Relying on our vacations to give us the deep rest we need just sets us up for failure.  Vacations can be great, but they aren’t meant to give us that deeper rest. We need something much deeper and Jesus knows that.

Jesus said, “Come to me, all you that are weary and are carrying heavy burdens, and I will give you rest. Take my yoke upon you, and learn from me; for I am gentle and humble in heart, and you will find rest for your souls. For my yoke is easy, and my burden is light.”

Let God in Christ help you; God who took a whole day off after creating the world. And guess what God did on that day off? God rested. And God gave us as a command to rest – to remember the Sabbath and keep it holy.

There is a story of a wagon train on its way from St. Louis to Oregon. Its members were devout Christians so the whole group observed the practice of stopping for the Sabbath Day. Winter was approaching quickly, however, and some among the group began to panic in fear that they wouldn’t reach their destination before the heavy snows. Consequently, several members proposed to the rest of the group that they should quit their practice of stopping for the Sabbath in continue driving onward seven days a week. This proposal triggered a lot of contention in the community, so finally it was suggested that the wagon train should split into two groups–those who wanted to observe the Sabbath and those who preferred to travel on that day.

The proposal was accepted and both groups set out and traveled together until the next Sabbath Day, when one group continued while the other remained to rest.

Guess which group got to Oregon first? The ones who kept the Sabbath reached their destination first.  Both the people and the horses were so rested by their Sabbath observance that they could travel much more vigorously and effectively the other six days of the week” (From Keeping the Sabbath Wholly, pp. 65 to 66).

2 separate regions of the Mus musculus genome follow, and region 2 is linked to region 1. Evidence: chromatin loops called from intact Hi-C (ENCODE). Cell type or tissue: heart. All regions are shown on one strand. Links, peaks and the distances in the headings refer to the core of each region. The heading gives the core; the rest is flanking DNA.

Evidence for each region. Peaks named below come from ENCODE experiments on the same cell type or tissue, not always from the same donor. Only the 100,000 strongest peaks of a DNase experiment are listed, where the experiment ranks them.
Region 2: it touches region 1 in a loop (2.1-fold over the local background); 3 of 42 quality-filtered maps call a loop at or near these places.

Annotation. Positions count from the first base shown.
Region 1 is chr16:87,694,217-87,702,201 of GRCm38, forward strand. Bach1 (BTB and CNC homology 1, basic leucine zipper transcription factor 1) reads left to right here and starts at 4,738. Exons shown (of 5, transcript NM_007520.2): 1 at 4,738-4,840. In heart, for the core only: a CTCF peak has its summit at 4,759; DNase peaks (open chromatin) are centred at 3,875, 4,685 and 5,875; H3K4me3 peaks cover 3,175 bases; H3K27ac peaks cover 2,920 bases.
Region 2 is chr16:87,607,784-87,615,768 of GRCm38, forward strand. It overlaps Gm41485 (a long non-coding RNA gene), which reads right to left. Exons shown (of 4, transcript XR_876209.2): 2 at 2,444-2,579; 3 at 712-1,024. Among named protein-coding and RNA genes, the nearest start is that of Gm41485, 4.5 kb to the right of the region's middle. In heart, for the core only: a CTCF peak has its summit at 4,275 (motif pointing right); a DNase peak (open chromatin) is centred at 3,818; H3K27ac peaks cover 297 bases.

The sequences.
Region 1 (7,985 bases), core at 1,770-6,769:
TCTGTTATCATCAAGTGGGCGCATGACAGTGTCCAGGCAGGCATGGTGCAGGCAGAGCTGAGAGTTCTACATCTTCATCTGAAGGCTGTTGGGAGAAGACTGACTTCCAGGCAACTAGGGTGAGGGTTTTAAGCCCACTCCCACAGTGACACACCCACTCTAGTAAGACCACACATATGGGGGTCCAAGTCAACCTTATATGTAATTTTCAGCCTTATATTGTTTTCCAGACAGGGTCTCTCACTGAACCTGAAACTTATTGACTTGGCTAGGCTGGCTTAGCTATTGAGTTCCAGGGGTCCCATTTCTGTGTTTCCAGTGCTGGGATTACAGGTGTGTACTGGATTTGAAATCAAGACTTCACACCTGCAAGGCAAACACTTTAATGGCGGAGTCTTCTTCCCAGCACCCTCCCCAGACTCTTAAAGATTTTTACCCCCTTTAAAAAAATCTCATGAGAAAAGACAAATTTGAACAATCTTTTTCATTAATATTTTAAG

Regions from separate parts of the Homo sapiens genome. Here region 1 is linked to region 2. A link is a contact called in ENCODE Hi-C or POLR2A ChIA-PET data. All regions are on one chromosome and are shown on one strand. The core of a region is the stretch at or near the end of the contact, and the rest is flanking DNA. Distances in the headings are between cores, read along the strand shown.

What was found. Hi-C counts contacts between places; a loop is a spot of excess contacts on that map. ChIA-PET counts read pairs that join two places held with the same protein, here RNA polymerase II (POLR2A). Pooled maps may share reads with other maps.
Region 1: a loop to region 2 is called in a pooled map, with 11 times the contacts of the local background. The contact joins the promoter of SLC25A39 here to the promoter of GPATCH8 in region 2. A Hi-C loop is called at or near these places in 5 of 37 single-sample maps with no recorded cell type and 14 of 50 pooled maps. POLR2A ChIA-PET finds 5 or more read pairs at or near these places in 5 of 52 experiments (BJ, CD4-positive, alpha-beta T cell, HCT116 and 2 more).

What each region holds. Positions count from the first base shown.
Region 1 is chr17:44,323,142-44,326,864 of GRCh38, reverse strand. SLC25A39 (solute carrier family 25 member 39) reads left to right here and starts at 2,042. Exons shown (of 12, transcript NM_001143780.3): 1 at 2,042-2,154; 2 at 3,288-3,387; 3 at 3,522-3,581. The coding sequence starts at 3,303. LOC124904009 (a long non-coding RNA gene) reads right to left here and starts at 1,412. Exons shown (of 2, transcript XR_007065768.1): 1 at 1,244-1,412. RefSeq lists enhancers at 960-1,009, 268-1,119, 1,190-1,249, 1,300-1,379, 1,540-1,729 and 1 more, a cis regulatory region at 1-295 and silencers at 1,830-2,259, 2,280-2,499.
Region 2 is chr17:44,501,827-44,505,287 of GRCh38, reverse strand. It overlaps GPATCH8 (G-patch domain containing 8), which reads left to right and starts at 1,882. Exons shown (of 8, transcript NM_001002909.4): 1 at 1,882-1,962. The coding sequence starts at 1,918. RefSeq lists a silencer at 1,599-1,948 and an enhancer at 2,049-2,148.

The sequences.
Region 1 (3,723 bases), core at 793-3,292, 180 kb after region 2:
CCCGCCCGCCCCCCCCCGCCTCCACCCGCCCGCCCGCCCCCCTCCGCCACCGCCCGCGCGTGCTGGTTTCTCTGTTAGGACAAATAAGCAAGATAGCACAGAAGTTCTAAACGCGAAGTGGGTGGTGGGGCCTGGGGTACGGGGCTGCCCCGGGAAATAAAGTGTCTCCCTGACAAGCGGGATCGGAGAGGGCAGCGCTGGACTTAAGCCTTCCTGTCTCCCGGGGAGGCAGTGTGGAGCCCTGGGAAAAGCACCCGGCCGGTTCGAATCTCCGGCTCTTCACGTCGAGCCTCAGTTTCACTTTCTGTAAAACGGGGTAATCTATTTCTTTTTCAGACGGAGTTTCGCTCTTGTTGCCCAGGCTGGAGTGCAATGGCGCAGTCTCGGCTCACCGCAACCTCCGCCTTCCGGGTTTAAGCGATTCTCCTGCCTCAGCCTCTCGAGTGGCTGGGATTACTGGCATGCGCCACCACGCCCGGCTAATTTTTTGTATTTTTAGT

A Sabbath is not just meant to help us be able to be more vigorous and effective in our lives. A Sabbath is meant to give us the rest and the time we need in order to gain new perspective and see if our lives, as they are presently ordered, are actually the lives we feel called to live.  To ponder what life is about, anyway. A Sabbath orientation enables us to listen, really listen to ourselves and to God about that. And as Christians to see how Jesus’s teachings and the example of his very life – How placing his yoke upon us – can help us be more whole.

The Sabbath is meant to be a day when people are liberated from the constrictions they are tied to the other six days a week. And God knows we need to be liberated from our over busyness. We need to be liberated from our cell phones and our “smart” phones. We need to be liberated from our email. We need to be liberated from our iPads. We need to be liberated from our flat screen HDTVs. We need a space and time we call “off.” Where gadgets are turned off and when we can say we are truly off – not working, not checking email, not thinking about what we need to do at the office tomorrow morning.

The Sabbath is a day where people are released to be themselves. And to then bring that true self into the other 6 days of the week.  To touch true rest and to know that you will touch it again on the next Sabbath – until that true rest starts coming with you every day of the week – even into tough and trying situations.

Taking a whole day of rest doesn’t seem possible? Where can you start?  A few hours?  Half a day?  A whole day once a month?  Wherever you start, just start.  Finding some real Sabbath time – however we work that out – will help us know what our lives are really to be about.

In Genesis 2:3, we read, “So God blessed the seventh day and hallowed it, because on it God rested from all his work.”

God blessed only one day of creation and it wasn’t the day on which he made night and day or the beasts of the earth or the birds of the air or the fish of sea  or “every creeping thing that creeps upon the earth.” God didn’t even bless the day he made us “male and female.”

No, he blessed the day on which he did absolutely not.

Perhaps there’s a lesson in there for us. Amen.